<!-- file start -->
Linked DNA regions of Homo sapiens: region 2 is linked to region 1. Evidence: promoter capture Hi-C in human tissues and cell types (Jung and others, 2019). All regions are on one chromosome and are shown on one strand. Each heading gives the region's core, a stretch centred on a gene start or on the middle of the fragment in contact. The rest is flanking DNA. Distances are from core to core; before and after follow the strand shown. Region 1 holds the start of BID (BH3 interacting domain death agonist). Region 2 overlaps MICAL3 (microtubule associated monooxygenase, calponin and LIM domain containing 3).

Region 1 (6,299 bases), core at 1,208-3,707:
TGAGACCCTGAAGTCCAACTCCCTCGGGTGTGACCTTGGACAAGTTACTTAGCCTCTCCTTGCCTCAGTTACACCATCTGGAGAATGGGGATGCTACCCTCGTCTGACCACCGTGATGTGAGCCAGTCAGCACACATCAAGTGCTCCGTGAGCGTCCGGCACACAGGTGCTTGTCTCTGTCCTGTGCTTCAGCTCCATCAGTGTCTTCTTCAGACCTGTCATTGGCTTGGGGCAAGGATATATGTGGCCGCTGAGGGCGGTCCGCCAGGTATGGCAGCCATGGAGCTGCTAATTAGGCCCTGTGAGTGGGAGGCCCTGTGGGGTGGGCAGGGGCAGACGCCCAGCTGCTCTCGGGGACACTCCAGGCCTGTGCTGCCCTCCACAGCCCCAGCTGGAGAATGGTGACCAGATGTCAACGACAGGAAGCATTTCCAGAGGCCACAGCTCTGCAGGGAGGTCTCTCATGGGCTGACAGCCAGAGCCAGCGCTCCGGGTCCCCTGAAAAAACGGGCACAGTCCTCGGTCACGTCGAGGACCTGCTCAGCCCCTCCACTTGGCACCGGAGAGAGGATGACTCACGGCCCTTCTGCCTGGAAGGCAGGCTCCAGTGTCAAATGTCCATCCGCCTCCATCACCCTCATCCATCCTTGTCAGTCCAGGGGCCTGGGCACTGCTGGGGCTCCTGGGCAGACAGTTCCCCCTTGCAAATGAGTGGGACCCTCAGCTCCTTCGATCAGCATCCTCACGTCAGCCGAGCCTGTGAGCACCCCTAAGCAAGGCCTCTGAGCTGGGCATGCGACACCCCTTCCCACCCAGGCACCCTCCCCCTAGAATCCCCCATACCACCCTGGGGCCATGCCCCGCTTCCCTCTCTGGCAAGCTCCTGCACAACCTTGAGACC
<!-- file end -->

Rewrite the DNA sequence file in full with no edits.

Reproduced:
Linked DNA regions of Homo sapiens: region 2 is linked to region 1. Evidence: promoter capture Hi-C in human tissues and cell types (Jung and others, 2019). All regions are on one chromosome and are shown on one strand. Each heading gives the region's core, a stretch centred on a gene start or on the middle of the fragment in contact. The rest is flanking DNA. Distances are from core to core; before and after follow the strand shown. Region 1 holds the start of BID (BH3 interacting domain death agonist). Region 2 overlaps MICAL3 (microtubule associated monooxygenase, calponin and LIM domain containing 3).

Region 1 (6,299 bases), core at 1,208-3,707:
TGAGACCCTGAAGTCCAACTCCCTCGGGTGTGACCTTGGACAAGTTACTTAGCCTCTCCTTGCCTCAGTTACACCATCTGGAGAATGGGGATGCTACCCTCGTCTGACCACCGTGATGTGAGCCAGTCAGCACACATCAAGTGCTCCGTGAGCGTCCGGCACACAGGTGCTTGTCTCTGTCCTGTGCTTCAGCTCCATCAGTGTCTTCTTCAGACCTGTCATTGGCTTGGGGCAAGGATATATGTGGCCGCTGAGGGCGGTCCGCCAGGTATGGCAGCCATGGAGCTGCTAATTAGGCCCTGTGAGTGGGAGGCCCTGTGGGGTGGGCAGGGGCAGACGCCCAGCTGCTCTCGGGGACACTCCAGGCCTGTGCTGCCCTCCACAGCCCCAGCTGGAGAATGGTGACCAGATGTCAACGACAGGAAGCATTTCCAGAGGCCACAGCTCTGCAGGGAGGTCTCTCATGGGCTGACAGCCAGAGCCAGCGCTCCGGGTCCCCTGAAAAAACGGGCACAGTCCTCGGTCACGTCGAGGACCTGCTCAGCCCCTCCACTTGGCACCGGAGAGAGGATGACTCACGGCCCTTCTGCCTGGAAGGCAGGCTCCAGTGTCAAATGTCCATCCGCCTCCATCACCCTCATCCATCCTTGTCAGTCCAGGGGCCTGGGCACTGCTGGGGCTCCTGGGCAGACAGTTCCCCCTTGCAAATGAGTGGGACCCTCAGCTCCTTCGATCAGCATCCTCACGTCAGCCGAGCCTGTGAGCACCCCTAAGCAAGGCCTCTGAGCTGGGCATGCGACACCCCTTCCCACCCAGGCACCCTCCCCCTAGAATCCCCCATACCACCCTGGGGCCATGCCCCGCTTCCCTCTCTGGCAAGCTCCTGCACAACCTTGAGACC